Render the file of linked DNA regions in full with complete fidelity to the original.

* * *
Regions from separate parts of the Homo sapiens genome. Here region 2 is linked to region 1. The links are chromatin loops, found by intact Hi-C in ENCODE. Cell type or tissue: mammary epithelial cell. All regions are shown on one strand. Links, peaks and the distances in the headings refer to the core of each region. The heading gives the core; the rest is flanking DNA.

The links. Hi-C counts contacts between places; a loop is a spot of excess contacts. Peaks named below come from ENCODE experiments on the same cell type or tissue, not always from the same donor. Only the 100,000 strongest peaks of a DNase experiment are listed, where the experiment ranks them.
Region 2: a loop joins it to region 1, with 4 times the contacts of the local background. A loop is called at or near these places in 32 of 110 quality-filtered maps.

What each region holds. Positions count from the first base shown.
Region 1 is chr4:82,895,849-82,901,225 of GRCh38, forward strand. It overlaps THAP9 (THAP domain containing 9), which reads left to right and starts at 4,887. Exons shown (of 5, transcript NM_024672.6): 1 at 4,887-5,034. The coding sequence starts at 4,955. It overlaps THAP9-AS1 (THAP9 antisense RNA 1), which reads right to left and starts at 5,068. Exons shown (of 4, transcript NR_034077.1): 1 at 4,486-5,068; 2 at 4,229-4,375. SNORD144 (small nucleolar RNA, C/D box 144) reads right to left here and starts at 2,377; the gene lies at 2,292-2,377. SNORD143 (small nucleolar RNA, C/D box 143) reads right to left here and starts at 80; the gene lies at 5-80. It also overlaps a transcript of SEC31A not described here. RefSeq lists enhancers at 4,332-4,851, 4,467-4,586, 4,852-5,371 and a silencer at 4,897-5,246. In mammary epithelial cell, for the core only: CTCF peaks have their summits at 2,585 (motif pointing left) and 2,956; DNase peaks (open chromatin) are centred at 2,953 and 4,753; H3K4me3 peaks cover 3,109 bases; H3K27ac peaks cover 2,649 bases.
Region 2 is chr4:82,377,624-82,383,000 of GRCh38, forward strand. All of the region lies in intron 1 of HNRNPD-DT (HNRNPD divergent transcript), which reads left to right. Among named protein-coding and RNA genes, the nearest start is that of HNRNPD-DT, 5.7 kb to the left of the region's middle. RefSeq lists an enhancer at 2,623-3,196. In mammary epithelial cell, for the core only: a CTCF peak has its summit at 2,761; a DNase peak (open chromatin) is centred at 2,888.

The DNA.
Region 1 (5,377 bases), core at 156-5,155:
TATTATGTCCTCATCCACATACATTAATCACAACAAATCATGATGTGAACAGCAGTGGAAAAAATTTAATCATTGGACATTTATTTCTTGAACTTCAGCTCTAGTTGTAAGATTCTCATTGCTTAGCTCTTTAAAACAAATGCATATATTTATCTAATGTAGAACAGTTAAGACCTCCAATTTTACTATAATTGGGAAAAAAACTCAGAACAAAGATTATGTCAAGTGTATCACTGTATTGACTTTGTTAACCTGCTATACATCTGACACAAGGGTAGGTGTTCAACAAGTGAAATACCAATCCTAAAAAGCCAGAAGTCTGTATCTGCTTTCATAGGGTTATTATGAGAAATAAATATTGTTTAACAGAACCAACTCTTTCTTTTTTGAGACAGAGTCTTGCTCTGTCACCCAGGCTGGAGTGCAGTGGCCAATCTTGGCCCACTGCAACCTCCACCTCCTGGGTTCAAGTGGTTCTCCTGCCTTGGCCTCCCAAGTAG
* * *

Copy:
Regions from separate parts of the Homo sapiens genome. Here region 2 is linked to region 1. The links are chromatin loops, found by intact Hi-C in ENCODE. Cell type or tissue: mammary epithelial cell. All regions are shown on one strand. Links, peaks and the distances in the headings refer to the core of each region. The heading gives the core; the rest is flanking DNA.

The links. Hi-C counts contacts between places; a loop is a spot of excess contacts. Peaks named below come from ENCODE experiments on the same cell type or tissue, not always from the same donor. Only the 100,000 strongest peaks of a DNase experiment are listed, where the experiment ranks them.
Region 2: a loop joins it to region 1, with 4 times the contacts of the local background. A loop is called at or near these places in 32 of 110 quality-filtered maps.

What each region holds. Positions count from the first base shown.
Region 1 is chr4:82,895,849-82,901,225 of GRCh38, forward strand. It overlaps THAP9 (THAP domain containing 9), which reads left to right and starts at 4,887. Exons shown (of 5, transcript NM_024672.6): 1 at 4,887-5,034. The coding sequence starts at 4,955. It overlaps THAP9-AS1 (THAP9 antisense RNA 1), which reads right to left and starts at 5,068. Exons shown (of 4, transcript NR_034077.1): 1 at 4,486-5,068; 2 at 4,229-4,375. SNORD144 (small nucleolar RNA, C/D box 144) reads right to left here and starts at 2,377; the gene lies at 2,292-2,377. SNORD143 (small nucleolar RNA, C/D box 143) reads right to left here and starts at 80; the gene lies at 5-80. It also overlaps a transcript of SEC31A not described here. RefSeq lists enhancers at 4,332-4,851, 4,467-4,586, 4,852-5,371 and a silencer at 4,897-5,246. In mammary epithelial cell, for the core only: CTCF peaks have their summits at 2,585 (motif pointing left) and 2,956; DNase peaks (open chromatin) are centred at 2,953 and 4,753; H3K4me3 peaks cover 3,109 bases; H3K27ac peaks cover 2,649 bases.
Region 2 is chr4:82,377,624-82,383,000 of GRCh38, forward strand. All of the region lies in intron 1 of HNRNPD-DT (HNRNPD divergent transcript), which reads left to right. Among named protein-coding and RNA genes, the nearest start is that of HNRNPD-DT, 5.7 kb to the left of the region's middle. RefSeq lists an enhancer at 2,623-3,196. In mammary epithelial cell, for the core only: a CTCF peak has its summit at 2,761; a DNase peak (open chromatin) is centred at 2,888.

The DNA.
Region 1 (5,377 bases), core at 156-5,155:
TATTATGTCCTCATCCACATACATTAATCACAACAAATCATGATGTGAACAGCAGTGGAAAAAATTTAATCATTGGACATTTATTTCTTGAACTTCAGCTCTAGTTGTAAGATTCTCATTGCTTAGCTCTTTAAAACAAATGCATATATTTATCTAATGTAGAACAGTTAAGACCTCCAATTTTACTATAATTGGGAAAAAAACTCAGAACAAAGATTATGTCAAGTGTATCACTGTATTGACTTTGTTAACCTGCTATACATCTGACACAAGGGTAGGTGTTCAACAAGTGAAATACCAATCCTAAAAAGCCAGAAGTCTGTATCTGCTTTCATAGGGTTATTATGAGAAATAAATATTGTTTAACAGAACCAACTCTTTCTTTTTTGAGACAGAGTCTTGCTCTGTCACCCAGGCTGGAGTGCAGTGGCCAATCTTGGCCCACTGCAACCTCCACCTCCTGGGTTCAAGTGGTTCTCCTGCCTTGGCCTCCCAAGTAG